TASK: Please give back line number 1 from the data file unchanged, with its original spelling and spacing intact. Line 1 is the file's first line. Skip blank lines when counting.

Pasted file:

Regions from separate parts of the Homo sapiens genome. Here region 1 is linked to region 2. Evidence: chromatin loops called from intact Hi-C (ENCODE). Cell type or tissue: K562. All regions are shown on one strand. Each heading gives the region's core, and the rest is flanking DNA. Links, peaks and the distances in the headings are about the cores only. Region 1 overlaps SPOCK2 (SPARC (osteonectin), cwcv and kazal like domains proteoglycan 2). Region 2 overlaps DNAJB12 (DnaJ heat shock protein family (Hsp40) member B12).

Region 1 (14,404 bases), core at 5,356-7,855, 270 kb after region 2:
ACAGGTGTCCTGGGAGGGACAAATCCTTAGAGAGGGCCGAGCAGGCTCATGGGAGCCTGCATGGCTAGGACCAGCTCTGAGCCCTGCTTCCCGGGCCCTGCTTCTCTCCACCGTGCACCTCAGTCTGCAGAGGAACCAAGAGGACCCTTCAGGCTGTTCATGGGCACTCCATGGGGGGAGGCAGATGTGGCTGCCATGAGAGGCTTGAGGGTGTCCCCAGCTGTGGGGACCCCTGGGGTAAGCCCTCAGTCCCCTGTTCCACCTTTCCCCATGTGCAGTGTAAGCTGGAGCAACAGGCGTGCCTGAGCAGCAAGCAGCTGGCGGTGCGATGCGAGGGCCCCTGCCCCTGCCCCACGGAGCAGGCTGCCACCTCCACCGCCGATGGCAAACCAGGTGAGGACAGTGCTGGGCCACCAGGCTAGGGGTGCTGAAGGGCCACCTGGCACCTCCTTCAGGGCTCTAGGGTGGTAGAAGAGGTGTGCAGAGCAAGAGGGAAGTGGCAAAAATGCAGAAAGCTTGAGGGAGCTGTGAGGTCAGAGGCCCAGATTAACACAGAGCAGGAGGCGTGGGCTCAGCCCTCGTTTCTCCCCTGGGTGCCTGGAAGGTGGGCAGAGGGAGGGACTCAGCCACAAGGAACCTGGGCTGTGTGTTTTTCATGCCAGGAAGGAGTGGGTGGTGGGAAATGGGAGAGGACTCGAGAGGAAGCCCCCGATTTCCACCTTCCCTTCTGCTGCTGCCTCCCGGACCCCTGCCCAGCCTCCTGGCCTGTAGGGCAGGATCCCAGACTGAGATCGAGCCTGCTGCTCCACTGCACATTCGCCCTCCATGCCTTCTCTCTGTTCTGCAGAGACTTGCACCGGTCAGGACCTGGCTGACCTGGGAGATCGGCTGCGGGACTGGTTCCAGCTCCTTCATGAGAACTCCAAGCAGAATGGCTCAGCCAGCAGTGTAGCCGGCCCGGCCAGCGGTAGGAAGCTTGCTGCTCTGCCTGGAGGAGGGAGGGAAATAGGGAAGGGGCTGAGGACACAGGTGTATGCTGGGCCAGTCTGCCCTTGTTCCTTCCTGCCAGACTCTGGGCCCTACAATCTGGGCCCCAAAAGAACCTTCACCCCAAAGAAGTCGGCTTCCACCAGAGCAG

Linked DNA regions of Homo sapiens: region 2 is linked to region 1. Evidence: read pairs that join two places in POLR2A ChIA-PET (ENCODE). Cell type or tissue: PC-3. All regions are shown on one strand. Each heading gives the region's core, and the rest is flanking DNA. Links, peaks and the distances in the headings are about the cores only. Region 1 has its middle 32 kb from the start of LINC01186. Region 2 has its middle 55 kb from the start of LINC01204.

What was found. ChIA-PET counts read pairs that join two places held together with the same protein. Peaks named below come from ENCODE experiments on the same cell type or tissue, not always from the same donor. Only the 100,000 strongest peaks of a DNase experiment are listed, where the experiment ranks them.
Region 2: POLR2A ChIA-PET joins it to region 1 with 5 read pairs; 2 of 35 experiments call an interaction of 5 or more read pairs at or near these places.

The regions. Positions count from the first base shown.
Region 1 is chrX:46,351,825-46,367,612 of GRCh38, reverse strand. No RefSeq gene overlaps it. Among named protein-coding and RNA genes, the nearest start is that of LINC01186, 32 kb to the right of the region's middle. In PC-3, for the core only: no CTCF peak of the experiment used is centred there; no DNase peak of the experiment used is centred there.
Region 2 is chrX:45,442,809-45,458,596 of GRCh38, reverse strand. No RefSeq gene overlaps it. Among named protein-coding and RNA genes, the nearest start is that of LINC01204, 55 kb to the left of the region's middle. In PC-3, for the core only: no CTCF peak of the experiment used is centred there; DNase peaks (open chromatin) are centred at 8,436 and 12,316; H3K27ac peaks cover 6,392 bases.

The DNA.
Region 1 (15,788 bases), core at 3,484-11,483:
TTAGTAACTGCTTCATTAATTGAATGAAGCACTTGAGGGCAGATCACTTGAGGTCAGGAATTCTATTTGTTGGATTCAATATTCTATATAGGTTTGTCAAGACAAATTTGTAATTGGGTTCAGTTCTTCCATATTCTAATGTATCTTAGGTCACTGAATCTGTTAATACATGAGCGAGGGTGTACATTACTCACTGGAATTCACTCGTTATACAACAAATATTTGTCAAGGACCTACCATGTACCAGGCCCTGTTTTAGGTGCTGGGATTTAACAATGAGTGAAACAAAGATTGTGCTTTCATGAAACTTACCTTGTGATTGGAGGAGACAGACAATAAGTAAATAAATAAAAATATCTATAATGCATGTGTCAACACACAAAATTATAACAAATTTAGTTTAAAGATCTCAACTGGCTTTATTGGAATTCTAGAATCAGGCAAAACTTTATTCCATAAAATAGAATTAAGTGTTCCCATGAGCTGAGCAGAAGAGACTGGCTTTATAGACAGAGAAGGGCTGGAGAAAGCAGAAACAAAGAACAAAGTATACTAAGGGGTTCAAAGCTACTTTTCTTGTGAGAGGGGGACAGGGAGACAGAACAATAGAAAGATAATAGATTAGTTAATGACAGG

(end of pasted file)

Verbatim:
Regions from separate parts of the Homo sapiens genome. Here region 1 is linked to region 2. Evidence: chromatin loops called from intact Hi-C (ENCODE). Cell type or tissue: K562. All regions are shown on one strand. Each heading gives the region's core, and the rest is flanking DNA. Links, peaks and the distances in the headings are about the cores only. Region 1 overlaps SPOCK2 (SPARC (osteonectin), cwcv and kazal like domains proteoglycan 2). Region 2 overlaps DNAJB12 (DnaJ heat shock protein family (Hsp40) member B12).